03/12/2017 11:44 SAST | Updated 03/12/2017 11:52 SAST

Wits Rubbishes Claims That A White Student Was Passed Despite Failing

Some 29 black students claim a white student was given a pass despite failing her primary care course.

Adam Habib (R) speaks during a press conference in  2016.
AFP/Getty Images
Adam Habib (R) speaks during a press conference in 2016.

Wits University has rubbished claims that it gave a white student special treatment after claims emerged that she was given a pass despite failing a primary care course.

Some 27 black students this week claimed that the white female failed the six-week course and that black students were not afforded the same opportunity.

The university's senior management said it was committed to "transformation and reforming institutional culture".

"Despite these institutionalised efforts, there are often public remarks about our failures to engage in transformation by stakeholders who do not engage on the basis of the facts," the institution said.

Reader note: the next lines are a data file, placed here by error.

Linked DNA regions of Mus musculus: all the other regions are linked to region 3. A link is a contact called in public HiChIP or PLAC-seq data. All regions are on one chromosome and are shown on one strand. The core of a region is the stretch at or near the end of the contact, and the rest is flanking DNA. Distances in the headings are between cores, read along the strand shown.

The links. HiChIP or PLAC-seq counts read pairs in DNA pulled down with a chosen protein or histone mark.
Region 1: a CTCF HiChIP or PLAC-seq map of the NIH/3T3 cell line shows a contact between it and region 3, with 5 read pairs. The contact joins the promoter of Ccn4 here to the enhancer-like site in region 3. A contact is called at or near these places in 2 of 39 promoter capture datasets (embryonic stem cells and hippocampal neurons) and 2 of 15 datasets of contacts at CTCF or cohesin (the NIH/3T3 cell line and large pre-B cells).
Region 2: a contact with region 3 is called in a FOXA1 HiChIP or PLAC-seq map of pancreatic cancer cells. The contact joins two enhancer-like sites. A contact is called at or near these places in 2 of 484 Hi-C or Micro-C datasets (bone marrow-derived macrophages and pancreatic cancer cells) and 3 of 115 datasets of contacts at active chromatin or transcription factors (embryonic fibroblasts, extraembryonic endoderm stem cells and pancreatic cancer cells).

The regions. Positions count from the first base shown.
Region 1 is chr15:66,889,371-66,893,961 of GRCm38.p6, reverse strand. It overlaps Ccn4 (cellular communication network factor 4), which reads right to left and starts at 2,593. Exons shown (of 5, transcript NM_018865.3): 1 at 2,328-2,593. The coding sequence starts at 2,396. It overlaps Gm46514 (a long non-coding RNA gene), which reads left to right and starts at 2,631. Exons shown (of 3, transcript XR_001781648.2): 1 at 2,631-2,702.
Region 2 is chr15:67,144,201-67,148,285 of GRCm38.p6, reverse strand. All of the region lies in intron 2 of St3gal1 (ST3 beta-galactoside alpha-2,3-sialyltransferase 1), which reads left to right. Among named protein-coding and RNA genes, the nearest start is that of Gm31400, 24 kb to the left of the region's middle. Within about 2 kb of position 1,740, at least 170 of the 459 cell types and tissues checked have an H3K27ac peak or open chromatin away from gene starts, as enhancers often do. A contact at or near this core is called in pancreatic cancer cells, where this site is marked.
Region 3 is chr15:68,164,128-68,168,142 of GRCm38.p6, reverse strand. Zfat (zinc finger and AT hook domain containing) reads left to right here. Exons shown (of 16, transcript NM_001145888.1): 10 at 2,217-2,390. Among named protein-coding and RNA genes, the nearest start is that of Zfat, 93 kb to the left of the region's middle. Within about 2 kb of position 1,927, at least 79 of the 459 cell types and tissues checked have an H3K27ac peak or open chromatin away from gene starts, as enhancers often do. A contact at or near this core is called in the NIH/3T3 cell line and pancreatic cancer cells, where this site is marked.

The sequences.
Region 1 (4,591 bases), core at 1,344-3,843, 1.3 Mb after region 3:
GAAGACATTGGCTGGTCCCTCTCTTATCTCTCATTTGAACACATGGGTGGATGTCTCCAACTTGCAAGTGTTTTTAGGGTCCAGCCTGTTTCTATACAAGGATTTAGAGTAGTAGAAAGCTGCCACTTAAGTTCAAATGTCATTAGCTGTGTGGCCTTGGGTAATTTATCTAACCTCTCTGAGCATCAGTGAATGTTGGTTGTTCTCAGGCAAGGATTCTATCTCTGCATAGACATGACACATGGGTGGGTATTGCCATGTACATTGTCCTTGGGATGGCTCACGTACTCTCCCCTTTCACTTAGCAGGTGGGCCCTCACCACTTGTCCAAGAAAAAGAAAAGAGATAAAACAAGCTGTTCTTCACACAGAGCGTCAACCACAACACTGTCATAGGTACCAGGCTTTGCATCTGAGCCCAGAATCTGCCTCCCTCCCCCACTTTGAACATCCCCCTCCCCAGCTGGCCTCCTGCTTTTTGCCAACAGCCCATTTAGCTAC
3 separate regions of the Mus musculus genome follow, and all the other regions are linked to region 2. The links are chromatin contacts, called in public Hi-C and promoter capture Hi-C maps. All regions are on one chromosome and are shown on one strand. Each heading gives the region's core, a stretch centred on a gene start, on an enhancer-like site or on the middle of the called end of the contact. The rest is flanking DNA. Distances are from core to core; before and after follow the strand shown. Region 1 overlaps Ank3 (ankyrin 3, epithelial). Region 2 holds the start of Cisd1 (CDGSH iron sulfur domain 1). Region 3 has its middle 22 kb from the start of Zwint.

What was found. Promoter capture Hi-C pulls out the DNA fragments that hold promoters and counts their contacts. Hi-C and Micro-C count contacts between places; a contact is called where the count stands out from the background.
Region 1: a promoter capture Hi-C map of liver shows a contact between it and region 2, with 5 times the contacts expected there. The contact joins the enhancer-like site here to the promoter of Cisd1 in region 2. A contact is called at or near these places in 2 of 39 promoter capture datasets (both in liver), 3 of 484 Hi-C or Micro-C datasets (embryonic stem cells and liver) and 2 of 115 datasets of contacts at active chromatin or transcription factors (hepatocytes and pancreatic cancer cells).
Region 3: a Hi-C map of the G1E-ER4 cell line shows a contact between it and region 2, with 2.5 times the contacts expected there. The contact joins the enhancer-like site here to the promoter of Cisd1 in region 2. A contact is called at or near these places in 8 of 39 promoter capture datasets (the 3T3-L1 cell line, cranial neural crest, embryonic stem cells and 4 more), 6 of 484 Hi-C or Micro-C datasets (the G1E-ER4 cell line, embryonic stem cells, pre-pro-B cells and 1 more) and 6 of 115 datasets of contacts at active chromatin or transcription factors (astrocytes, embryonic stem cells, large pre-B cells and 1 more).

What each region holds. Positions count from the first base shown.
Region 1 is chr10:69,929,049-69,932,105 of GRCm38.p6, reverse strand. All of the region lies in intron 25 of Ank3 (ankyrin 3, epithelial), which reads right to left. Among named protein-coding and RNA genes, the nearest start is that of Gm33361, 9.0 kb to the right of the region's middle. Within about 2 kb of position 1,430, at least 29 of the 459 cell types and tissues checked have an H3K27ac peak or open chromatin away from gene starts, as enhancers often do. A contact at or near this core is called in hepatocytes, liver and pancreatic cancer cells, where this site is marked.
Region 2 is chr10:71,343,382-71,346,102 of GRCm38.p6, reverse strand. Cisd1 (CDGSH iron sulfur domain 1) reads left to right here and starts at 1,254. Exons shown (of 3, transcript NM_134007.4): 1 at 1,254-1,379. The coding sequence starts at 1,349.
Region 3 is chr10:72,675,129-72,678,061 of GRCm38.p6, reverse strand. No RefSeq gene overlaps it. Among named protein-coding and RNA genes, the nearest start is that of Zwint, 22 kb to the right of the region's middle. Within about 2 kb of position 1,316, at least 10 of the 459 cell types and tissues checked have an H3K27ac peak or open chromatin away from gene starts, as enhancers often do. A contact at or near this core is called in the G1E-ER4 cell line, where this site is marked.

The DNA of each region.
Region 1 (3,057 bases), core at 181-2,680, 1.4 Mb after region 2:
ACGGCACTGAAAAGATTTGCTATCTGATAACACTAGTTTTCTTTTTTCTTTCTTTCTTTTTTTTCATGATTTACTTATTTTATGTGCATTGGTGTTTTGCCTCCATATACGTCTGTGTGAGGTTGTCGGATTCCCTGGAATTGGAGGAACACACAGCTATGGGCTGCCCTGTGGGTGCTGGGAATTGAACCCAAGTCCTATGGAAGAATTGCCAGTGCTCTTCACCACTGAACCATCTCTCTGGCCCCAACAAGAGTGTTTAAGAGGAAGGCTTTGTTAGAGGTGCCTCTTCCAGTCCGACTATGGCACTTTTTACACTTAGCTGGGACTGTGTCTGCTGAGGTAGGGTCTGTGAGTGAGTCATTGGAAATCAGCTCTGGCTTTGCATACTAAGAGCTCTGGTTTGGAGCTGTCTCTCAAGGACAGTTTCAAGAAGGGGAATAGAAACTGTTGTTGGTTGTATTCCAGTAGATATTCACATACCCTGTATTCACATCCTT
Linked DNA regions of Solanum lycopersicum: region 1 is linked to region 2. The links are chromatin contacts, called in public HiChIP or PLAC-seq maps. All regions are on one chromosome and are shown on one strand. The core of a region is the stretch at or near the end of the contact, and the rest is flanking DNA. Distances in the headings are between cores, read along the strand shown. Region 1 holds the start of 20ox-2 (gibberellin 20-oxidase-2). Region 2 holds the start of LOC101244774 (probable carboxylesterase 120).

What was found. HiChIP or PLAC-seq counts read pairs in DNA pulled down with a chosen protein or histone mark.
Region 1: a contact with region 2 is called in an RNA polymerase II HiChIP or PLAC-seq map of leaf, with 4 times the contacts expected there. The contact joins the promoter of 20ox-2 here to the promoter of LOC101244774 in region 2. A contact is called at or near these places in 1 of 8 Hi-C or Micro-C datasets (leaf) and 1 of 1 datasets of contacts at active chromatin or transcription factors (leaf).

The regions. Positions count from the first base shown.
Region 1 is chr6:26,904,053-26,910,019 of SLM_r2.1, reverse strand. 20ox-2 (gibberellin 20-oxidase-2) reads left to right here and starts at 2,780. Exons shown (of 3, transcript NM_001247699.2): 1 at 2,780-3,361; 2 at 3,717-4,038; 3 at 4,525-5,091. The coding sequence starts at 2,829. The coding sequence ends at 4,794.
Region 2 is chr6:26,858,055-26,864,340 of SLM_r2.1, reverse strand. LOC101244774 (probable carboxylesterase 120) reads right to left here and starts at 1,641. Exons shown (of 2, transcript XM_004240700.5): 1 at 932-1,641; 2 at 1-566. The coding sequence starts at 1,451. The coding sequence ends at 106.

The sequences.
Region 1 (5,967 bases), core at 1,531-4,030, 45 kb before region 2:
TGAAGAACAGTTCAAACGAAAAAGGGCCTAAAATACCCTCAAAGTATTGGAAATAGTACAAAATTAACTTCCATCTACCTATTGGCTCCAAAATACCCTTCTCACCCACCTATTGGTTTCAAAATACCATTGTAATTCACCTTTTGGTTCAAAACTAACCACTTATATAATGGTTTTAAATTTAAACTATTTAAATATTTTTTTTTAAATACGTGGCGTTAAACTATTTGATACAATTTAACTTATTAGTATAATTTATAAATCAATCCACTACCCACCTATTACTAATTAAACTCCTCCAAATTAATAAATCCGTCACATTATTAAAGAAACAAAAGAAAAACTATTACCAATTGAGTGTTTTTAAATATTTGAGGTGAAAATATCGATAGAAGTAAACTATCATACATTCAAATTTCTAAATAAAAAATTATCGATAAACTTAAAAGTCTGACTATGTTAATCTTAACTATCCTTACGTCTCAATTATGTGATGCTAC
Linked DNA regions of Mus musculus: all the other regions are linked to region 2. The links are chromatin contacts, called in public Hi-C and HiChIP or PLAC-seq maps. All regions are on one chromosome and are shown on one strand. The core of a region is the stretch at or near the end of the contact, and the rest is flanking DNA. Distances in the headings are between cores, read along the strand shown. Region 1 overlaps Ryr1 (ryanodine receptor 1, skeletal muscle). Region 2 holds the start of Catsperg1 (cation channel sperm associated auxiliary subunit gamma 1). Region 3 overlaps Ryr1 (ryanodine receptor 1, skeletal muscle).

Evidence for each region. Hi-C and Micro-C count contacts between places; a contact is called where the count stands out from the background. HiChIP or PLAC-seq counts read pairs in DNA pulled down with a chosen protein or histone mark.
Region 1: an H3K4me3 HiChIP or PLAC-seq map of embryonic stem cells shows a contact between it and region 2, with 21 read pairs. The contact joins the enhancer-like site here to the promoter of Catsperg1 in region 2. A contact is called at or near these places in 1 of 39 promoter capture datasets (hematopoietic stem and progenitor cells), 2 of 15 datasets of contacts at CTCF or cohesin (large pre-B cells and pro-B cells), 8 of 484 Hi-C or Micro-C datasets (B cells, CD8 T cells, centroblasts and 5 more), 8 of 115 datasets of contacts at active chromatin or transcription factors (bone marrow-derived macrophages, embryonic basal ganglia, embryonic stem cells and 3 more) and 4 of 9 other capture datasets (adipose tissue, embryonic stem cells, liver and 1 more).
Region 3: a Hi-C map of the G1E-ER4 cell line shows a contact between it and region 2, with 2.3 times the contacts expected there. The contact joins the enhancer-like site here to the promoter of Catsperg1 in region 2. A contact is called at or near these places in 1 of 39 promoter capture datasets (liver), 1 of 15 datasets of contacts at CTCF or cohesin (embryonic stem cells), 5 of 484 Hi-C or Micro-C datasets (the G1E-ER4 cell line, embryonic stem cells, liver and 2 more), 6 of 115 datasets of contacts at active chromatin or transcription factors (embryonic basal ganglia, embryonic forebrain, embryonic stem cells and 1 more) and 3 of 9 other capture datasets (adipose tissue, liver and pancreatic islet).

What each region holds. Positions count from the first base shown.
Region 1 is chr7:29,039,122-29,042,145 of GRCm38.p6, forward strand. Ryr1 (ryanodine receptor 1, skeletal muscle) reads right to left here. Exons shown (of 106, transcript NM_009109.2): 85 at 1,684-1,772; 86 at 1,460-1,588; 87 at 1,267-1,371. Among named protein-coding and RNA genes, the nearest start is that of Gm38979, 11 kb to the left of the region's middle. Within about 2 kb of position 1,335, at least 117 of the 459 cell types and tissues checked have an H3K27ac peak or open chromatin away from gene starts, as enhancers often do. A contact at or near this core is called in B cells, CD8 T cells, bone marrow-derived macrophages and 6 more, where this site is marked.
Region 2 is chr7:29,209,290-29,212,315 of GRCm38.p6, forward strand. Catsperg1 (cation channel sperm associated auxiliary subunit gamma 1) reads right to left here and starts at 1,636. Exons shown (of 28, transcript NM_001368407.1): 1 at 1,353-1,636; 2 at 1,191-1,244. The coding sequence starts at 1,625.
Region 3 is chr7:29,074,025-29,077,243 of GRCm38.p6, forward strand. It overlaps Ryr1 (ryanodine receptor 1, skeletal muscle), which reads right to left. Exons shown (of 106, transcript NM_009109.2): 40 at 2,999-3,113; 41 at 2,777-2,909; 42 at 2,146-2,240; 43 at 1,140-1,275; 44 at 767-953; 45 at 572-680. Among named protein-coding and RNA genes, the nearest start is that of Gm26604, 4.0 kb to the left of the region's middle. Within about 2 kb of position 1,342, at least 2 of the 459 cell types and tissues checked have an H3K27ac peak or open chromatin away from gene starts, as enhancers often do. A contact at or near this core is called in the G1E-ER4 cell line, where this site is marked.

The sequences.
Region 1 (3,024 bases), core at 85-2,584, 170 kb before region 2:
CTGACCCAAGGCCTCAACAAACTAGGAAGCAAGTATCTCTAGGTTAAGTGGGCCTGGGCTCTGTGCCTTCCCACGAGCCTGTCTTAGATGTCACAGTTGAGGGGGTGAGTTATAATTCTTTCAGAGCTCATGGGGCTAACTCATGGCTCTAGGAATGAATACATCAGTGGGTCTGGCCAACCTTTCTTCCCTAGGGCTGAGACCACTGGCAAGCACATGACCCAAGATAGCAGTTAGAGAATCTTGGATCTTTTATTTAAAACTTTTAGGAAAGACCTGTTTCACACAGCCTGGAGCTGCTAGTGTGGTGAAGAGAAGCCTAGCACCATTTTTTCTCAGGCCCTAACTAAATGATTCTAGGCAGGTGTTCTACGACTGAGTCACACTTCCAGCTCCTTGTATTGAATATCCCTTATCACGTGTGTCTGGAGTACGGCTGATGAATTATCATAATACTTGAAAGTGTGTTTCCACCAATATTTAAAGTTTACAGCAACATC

Wits vice-chancellor professor Adam Habib has denied the claims, Timeslive reported.

He said the student had achieved the second-highest mark, but that an "administrative error" meant her mark had been incorrectly transcribed.

"She was not given a privilege. She passed; they [the others] failed," Habib said.

The institution could not confirm claims made by final-year student, Mtwakazi Bula, that 90 out of the 95 final-year medical students at the university who failed one or more of their seven compulsory modules this year were black African.

This is not the first time the university has been accused of altering marks to accommodate some students.

In July, Wits Civil Engineering Lecturer Dr Precious Biyela suggested exam irregularities at the university. Biyela said 19 second year civil engineering students had been allowed to write a special examination regardless of having failed a supplementary exam earlier in the year.

She has accused the university of granting this special exam because of a particular student who was believed to have been afforded many privileges that go against university policies. One being, the opportunity to do two courses in the same diagonal, when most students have to opt to do one course on a full- time basis and another part-time.